This is one employee’s view of Google from its second year of operation through 2005, when Edwards lost his job in a reorganization, a year after the company went public. This personal story is a light and easy read.

© Reviewer: Meg Trauner & Ford Library – Fuqua School of Business.
All rights reserved.

Book Review: Force of Nature

Monday, March 26th, 2012

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Humes, Edward. Force of nature : the unlikely story of Wal-Mart’s green revolution. HarperBusiness, 2011.

The day before Thanksgiving is the busiest shopping day of the year at the Whole Foods store on Broad Street in Durham.  In recent years, there are so many customers that they experience gridlock in the store.  An employee is posted outside the doors to prevent anyone from going in until another customer comes out.

Whole Foods is riding the wave of interest in sustainable products and organic food, which has become so popular that even conventional grocers  now offer organic alternatives.  Surprisingly, the largest seller of organic milk is Wal-Mart, a company that is not known for environmental sensitivity but should be, according to a new book by journalist Edward Humes.

Force of Nature is the story of how Wal-Mart, once one of the most unsustainable retailers on the planet decided to go green, not because it was the right thing to do, but because an energy efficient, low waste company enjoys a competitive advantage.   In addition to reducing Wal-Mart’s own energy use and waste, the company monitors packaging, water use and toxic substances in their suppliers, who are forced to be green to do business with the retailer.  Wal-Mart also develops partnerships with environmental groups and supports climate legislation.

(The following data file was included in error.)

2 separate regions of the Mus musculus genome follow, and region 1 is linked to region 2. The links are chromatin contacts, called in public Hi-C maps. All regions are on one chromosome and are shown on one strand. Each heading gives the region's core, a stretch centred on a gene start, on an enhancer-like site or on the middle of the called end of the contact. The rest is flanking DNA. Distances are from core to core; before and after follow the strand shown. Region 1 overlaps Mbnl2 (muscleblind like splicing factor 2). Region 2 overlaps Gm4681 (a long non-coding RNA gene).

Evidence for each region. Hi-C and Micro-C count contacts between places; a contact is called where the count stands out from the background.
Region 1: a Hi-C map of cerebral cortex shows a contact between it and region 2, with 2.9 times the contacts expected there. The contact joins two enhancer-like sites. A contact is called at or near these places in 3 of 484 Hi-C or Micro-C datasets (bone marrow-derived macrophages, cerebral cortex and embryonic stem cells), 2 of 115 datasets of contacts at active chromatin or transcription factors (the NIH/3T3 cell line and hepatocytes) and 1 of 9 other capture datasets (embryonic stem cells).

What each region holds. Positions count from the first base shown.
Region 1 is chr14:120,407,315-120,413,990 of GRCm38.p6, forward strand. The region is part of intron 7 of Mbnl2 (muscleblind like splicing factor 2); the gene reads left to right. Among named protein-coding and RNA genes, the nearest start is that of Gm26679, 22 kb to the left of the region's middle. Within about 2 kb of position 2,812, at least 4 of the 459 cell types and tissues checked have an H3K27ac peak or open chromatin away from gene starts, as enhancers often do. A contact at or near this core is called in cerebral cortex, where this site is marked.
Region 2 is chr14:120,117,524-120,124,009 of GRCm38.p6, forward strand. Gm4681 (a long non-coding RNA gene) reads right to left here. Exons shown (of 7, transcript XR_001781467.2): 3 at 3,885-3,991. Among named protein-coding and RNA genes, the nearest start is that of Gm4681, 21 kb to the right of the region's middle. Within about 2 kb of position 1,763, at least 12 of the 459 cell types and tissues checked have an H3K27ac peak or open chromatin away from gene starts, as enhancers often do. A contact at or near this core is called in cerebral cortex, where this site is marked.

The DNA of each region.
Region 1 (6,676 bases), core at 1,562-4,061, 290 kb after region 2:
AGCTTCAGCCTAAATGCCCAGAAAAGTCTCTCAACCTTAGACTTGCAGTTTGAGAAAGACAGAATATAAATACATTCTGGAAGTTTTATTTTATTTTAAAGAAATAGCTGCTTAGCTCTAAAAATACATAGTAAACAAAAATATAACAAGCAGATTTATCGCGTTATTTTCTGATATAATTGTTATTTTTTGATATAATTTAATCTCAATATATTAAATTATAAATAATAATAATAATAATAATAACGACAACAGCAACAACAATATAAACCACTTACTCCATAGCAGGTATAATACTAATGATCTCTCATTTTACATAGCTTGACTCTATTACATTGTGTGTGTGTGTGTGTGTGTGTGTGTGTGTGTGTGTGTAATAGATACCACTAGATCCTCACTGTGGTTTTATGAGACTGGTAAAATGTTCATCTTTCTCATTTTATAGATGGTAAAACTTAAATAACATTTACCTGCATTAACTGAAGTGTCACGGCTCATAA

The story begins in 2004, when Wal-Mart, the largest retailer in the world, learns that 8% of its customer base had stopped shopping there because of the company’s bad reputation, including problems with local communities and the environment.  White-water expert and sustainability consultant Jib Ellison convinced CEO H. Lee Scott that Wal-Mart could boost their image and their profits by eliminating waste, because waste in packaging, shipping and the supply chain costs money.  Scott hired Ellison to transform the company.

Force of Nature is the inside story of how a gigantic corporation goes green.  This engaging and hopeful book is recommended to anyone interested in the environment.

© Reviewer: Meg Trauner & Ford Library – Fuqua School of Business.
All rights reserved.

Book Review: Start Something That Matters

Monday, September 19th, 2011

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Mycoskie, Blake. Start something that matters. Spiegel & Grau, 2011.

In this interesting and readable account , a young man decides to live a life of meaning by pursuing his passion, and by devoting himself to a social cause while simultaneously earning a living.  In the book Start Something that Matters, author Blake Mycoskie tells the story of TOM’S One for One, a start-up shoe company that gives one pair of shoes to a poor child for every pair sold to first world customers.

The story begins when Mycoskie, a 29 year old entrepreneur on vacation in Argentina, notices that few impoverished rural children there wear shoes.  With no experience in the retail business or in the footwear industry, Mycoskie learns to design, manufacture and sell Argentine alpargatas (espadrilles) for the US market.  The shoes become fashionable with young people, and at the end of the first five years, a million pairs of shoes have been given to destitute children in South America.